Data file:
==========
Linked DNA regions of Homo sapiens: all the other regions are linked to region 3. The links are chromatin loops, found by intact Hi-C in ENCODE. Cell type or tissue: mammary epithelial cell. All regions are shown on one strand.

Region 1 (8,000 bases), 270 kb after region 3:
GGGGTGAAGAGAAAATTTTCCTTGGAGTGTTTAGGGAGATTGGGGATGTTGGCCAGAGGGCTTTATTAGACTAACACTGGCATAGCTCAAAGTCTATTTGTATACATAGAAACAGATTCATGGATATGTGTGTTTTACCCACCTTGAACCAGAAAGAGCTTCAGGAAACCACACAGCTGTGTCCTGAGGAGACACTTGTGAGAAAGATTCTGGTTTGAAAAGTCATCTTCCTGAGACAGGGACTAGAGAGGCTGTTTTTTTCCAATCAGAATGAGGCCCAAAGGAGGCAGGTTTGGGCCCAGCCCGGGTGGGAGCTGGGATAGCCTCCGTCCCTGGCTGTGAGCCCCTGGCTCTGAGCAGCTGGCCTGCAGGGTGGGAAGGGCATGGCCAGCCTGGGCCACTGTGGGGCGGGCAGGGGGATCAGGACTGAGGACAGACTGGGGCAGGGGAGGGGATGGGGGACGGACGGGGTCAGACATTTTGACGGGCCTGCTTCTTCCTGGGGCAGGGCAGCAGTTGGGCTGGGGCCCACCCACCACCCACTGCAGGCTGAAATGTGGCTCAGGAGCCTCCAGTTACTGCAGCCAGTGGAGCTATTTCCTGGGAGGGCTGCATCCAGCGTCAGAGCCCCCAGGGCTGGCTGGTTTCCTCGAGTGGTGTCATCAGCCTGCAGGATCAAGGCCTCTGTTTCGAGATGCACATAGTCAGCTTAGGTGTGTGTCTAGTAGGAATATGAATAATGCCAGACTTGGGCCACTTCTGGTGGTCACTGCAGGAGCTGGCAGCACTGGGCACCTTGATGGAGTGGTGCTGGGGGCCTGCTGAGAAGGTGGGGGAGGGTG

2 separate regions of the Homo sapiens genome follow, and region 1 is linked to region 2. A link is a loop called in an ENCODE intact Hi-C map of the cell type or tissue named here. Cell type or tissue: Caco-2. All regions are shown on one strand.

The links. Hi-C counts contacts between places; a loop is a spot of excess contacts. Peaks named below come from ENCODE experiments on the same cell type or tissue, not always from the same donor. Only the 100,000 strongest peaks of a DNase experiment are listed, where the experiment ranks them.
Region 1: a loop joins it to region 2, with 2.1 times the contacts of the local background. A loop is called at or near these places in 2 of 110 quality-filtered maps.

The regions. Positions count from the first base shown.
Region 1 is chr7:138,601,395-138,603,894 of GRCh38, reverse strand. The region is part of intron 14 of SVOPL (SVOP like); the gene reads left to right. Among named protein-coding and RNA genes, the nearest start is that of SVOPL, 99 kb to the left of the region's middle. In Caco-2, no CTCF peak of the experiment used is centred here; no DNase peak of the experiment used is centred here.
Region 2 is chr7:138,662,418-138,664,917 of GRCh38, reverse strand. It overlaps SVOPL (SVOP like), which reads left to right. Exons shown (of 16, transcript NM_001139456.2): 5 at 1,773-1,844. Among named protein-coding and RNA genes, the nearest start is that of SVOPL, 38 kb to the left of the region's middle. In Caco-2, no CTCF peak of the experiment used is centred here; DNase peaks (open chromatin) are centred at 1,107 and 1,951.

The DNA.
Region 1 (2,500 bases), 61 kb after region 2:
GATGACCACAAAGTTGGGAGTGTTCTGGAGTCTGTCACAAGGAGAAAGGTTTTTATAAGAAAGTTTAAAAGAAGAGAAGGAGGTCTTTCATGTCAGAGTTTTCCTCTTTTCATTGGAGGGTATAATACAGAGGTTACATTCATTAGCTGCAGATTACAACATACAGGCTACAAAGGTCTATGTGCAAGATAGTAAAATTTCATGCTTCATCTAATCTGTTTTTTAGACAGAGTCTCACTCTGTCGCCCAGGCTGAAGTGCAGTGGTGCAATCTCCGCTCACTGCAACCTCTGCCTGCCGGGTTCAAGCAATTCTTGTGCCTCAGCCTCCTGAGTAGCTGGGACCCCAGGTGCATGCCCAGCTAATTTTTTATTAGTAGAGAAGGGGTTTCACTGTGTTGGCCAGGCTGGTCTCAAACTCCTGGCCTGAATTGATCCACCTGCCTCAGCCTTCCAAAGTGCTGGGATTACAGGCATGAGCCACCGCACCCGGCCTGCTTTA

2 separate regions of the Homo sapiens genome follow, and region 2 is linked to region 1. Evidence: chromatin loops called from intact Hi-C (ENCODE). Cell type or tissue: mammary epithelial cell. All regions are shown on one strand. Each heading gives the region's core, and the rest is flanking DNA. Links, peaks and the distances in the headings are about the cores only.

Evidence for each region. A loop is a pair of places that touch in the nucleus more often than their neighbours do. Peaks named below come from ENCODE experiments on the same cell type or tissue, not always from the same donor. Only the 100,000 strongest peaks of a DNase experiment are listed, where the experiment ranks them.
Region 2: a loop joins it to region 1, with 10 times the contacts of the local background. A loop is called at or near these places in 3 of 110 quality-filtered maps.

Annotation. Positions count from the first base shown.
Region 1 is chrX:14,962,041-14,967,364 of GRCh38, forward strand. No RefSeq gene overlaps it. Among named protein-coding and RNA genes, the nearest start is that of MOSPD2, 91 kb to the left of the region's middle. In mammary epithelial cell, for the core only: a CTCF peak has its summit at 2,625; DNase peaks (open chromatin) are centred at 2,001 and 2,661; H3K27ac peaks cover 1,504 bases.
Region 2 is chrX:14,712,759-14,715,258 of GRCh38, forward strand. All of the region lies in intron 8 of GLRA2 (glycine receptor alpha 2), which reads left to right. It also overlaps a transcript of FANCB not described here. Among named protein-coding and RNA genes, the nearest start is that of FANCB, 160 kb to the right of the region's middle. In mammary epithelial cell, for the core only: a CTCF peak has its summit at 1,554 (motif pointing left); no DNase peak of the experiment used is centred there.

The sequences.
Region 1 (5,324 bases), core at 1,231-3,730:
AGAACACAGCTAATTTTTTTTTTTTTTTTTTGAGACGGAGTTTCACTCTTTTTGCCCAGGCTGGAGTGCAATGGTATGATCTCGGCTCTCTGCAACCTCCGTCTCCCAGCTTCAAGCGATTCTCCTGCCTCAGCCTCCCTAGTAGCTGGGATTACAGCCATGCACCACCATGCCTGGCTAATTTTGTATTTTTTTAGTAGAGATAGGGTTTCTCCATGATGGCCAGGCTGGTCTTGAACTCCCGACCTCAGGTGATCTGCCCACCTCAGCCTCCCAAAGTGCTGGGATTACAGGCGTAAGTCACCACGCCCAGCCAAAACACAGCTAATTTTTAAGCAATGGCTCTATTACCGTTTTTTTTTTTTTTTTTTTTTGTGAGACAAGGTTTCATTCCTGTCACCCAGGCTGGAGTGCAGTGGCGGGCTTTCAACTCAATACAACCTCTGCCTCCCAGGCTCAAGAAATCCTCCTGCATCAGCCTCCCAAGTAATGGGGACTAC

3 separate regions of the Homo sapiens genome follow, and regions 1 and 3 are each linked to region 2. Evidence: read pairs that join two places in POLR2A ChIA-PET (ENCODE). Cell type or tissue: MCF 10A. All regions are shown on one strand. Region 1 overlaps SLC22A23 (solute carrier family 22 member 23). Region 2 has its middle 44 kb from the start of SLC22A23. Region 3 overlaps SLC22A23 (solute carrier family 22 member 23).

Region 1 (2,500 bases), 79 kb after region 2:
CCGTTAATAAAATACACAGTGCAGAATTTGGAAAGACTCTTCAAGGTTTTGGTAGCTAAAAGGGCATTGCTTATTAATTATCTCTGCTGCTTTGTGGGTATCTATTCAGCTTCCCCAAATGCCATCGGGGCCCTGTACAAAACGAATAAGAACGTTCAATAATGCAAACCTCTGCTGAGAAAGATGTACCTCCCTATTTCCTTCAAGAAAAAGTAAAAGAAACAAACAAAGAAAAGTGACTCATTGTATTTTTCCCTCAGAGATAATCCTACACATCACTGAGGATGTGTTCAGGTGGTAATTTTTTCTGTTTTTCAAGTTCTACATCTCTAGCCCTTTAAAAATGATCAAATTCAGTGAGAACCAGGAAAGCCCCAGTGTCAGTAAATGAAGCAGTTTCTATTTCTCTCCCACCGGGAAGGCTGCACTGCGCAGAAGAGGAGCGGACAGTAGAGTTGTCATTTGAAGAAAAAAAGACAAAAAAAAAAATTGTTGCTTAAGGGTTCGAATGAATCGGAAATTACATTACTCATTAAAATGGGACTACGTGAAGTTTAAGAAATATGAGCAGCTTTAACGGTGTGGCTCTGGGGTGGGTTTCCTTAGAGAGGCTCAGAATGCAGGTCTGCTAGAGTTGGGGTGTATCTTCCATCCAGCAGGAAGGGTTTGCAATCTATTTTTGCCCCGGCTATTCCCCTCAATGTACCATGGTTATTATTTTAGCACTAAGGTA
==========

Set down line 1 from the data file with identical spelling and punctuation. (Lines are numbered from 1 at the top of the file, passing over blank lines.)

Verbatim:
Linked DNA regions of Homo sapiens: all the other regions are linked to region 3. The links are chromatin loops, found by intact Hi-C in ENCODE. Cell type or tissue: mammary epithelial cell. All regions are shown on one strand.